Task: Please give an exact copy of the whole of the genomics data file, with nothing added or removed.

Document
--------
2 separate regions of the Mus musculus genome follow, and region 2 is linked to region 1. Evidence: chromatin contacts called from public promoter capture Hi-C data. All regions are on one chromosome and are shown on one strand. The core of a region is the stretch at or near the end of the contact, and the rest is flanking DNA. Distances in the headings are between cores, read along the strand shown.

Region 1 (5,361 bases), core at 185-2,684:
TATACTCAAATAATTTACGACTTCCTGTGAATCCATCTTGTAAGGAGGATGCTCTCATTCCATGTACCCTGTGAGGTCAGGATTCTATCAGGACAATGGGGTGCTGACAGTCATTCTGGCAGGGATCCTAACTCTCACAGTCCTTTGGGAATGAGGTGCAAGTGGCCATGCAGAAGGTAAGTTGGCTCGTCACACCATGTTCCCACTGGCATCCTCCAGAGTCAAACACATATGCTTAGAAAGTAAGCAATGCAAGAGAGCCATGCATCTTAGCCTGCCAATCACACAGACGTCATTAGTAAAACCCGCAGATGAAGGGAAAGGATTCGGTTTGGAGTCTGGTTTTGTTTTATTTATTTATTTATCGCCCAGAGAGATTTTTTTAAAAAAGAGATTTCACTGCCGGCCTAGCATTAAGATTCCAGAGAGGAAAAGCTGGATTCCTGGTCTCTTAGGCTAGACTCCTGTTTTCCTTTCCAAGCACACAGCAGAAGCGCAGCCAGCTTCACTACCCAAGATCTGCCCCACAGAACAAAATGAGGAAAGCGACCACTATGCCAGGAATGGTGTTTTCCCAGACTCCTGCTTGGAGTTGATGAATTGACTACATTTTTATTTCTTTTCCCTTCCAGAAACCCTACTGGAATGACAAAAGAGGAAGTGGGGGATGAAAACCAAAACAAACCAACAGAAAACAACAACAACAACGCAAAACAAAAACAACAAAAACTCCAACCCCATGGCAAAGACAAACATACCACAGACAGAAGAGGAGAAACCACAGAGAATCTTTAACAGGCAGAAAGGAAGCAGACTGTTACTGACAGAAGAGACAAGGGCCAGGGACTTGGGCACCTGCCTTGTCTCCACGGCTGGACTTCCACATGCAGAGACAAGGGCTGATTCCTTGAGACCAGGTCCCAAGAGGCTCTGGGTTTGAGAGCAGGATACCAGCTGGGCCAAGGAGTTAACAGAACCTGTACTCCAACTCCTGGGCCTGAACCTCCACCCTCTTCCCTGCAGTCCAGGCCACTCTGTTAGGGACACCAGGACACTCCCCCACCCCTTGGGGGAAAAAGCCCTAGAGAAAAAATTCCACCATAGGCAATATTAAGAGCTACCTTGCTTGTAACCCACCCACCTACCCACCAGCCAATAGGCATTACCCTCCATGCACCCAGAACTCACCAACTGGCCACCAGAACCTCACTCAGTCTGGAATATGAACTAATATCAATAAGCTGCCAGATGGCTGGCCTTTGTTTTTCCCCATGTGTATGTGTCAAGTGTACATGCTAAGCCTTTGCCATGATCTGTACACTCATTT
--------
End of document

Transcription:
2 separate regions of the Mus musculus genome follow, and region 2 is linked to region 1. Evidence: chromatin contacts called from public promoter capture Hi-C data. All regions are on one chromosome and are shown on one strand. The core of a region is the stretch at or near the end of the contact, and the rest is flanking DNA. Distances in the headings are between cores, read along the strand shown.

Region 1 (5,361 bases), core at 185-2,684:
TATACTCAAATAATTTACGACTTCCTGTGAATCCATCTTGTAAGGAGGATGCTCTCATTCCATGTACCCTGTGAGGTCAGGATTCTATCAGGACAATGGGGTGCTGACAGTCATTCTGGCAGGGATCCTAACTCTCACAGTCCTTTGGGAATGAGGTGCAAGTGGCCATGCAGAAGGTAAGTTGGCTCGTCACACCATGTTCCCACTGGCATCCTCCAGAGTCAAACACATATGCTTAGAAAGTAAGCAATGCAAGAGAGCCATGCATCTTAGCCTGCCAATCACACAGACGTCATTAGTAAAACCCGCAGATGAAGGGAAAGGATTCGGTTTGGAGTCTGGTTTTGTTTTATTTATTTATTTATCGCCCAGAGAGATTTTTTTAAAAAAGAGATTTCACTGCCGGCCTAGCATTAAGATTCCAGAGAGGAAAAGCTGGATTCCTGGTCTCTTAGGCTAGACTCCTGTTTTCCTTTCCAAGCACACAGCAGAAGCGCAGCCAGCTTCACTACCCAAGATCTGCCCCACAGAACAAAATGAGGAAAGCGACCACTATGCCAGGAATGGTGTTTTCCCAGACTCCTGCTTGGAGTTGATGAATTGACTACATTTTTATTTCTTTTCCCTTCCAGAAACCCTACTGGAATGACAAAAGAGGAAGTGGGGGATGAAAACCAAAACAAACCAACAGAAAACAACAACAACAACGCAAAACAAAAACAACAAAAACTCCAACCCCATGGCAAAGACAAACATACCACAGACAGAAGAGGAGAAACCACAGAGAATCTTTAACAGGCAGAAAGGAAGCAGACTGTTACTGACAGAAGAGACAAGGGCCAGGGACTTGGGCACCTGCCTTGTCTCCACGGCTGGACTTCCACATGCAGAGACAAGGGCTGATTCCTTGAGACCAGGTCCCAAGAGGCTCTGGGTTTGAGAGCAGGATACCAGCTGGGCCAAGGAGTTAACAGAACCTGTACTCCAACTCCTGGGCCTGAACCTCCACCCTCTTCCCTGCAGTCCAGGCCACTCTGTTAGGGACACCAGGACACTCCCCCACCCCTTGGGGGAAAAAGCCCTAGAGAAAAAATTCCACCATAGGCAATATTAAGAGCTACCTTGCTTGTAACCCACCCACCTACCCACCAGCCAATAGGCATTACCCTCCATGCACCCAGAACTCACCAACTGGCCACCAGAACCTCACTCAGTCTGGAATATGAACTAATATCAATAAGCTGCCAGATGGCTGGCCTTTGTTTTTCCCCATGTGTATGTGTCAAGTGTACATGCTAAGCCTTTGCCATGATCTGTACACTCATTT